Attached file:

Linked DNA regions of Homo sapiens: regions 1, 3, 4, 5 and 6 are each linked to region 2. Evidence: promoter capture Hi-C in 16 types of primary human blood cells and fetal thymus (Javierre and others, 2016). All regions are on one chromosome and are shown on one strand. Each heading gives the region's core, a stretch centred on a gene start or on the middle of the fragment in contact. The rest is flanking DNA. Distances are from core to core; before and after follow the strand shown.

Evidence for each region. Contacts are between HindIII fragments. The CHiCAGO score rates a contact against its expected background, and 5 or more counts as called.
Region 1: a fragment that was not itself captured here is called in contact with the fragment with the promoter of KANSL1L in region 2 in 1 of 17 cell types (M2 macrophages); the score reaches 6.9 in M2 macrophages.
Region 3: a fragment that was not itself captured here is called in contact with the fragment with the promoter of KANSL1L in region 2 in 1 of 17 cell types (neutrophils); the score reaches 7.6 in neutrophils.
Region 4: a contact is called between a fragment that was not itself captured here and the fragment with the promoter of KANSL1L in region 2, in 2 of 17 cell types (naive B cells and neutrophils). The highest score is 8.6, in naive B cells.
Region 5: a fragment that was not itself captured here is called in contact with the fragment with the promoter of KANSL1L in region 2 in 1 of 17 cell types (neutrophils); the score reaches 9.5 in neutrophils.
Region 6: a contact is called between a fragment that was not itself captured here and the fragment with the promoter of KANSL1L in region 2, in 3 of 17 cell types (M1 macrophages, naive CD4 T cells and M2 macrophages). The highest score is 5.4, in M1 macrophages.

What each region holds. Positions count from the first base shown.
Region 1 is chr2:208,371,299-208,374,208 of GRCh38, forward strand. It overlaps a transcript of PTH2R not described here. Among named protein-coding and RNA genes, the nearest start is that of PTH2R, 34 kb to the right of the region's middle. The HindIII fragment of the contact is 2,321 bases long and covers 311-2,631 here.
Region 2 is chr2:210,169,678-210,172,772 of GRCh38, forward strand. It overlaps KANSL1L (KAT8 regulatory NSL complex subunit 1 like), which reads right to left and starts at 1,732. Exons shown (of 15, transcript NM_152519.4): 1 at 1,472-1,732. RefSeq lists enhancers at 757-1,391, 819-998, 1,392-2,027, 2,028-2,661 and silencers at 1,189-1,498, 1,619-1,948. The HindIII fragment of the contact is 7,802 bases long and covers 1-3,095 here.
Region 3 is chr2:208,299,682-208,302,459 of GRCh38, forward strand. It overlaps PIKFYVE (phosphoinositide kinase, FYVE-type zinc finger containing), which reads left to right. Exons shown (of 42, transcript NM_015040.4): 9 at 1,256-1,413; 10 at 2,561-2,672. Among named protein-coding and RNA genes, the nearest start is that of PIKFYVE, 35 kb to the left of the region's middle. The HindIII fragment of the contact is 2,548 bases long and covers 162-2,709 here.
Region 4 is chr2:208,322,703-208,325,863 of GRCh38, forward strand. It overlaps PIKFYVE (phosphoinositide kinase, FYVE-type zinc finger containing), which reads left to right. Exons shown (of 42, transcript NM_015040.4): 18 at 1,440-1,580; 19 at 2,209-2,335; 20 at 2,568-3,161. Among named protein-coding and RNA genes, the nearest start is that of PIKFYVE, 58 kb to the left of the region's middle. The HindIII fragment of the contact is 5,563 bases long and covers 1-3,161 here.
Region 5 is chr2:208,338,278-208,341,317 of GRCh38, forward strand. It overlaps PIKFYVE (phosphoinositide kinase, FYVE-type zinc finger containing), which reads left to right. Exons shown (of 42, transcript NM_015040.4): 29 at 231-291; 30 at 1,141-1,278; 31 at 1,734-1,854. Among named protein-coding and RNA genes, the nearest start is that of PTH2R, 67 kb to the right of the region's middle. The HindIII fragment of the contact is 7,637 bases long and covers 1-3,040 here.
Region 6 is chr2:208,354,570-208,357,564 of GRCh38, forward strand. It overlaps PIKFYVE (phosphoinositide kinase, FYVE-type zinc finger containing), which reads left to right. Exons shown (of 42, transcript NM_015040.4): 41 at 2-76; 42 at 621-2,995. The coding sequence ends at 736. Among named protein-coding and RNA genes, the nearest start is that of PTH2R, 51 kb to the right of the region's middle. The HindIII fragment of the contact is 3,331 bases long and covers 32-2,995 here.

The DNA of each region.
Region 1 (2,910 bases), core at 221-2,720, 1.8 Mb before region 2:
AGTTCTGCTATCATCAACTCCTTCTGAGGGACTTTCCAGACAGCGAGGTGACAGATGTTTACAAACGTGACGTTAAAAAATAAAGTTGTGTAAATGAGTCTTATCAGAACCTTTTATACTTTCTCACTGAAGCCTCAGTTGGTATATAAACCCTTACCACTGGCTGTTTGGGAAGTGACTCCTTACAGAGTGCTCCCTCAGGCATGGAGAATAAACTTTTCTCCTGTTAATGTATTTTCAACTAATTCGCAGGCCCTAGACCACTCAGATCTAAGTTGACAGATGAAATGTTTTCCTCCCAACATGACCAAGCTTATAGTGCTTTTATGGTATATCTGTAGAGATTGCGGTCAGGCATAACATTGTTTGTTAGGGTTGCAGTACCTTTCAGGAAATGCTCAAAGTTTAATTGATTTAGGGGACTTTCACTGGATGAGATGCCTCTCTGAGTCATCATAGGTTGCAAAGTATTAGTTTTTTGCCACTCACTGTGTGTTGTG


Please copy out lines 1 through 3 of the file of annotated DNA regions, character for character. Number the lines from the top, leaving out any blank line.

Linked DNA regions of Homo sapiens: regions 1, 3, 4, 5 and 6 are each linked to region 2. Evidence: promoter capture Hi-C in 16 types of primary human blood cells and fetal thymus (Javierre and others, 2016). All regions are on one chromosome and are shown on one strand. Each heading gives the region's core, a stretch centred on a gene start or on the middle of the fragment in contact. The rest is flanking DNA. Distances are from core to core; before and after follow the strand shown.

Evidence for each region. Contacts are between HindIII fragments. The CHiCAGO score rates a contact against its expected background, and 5 or more counts as called.
Region 1: a fragment that was not itself captured here is called in contact with the fragment with the promoter of KANSL1L in region 2 in 1 of 17 cell types (M2 macrophages); the score reaches 6.9 in M2 macrophages.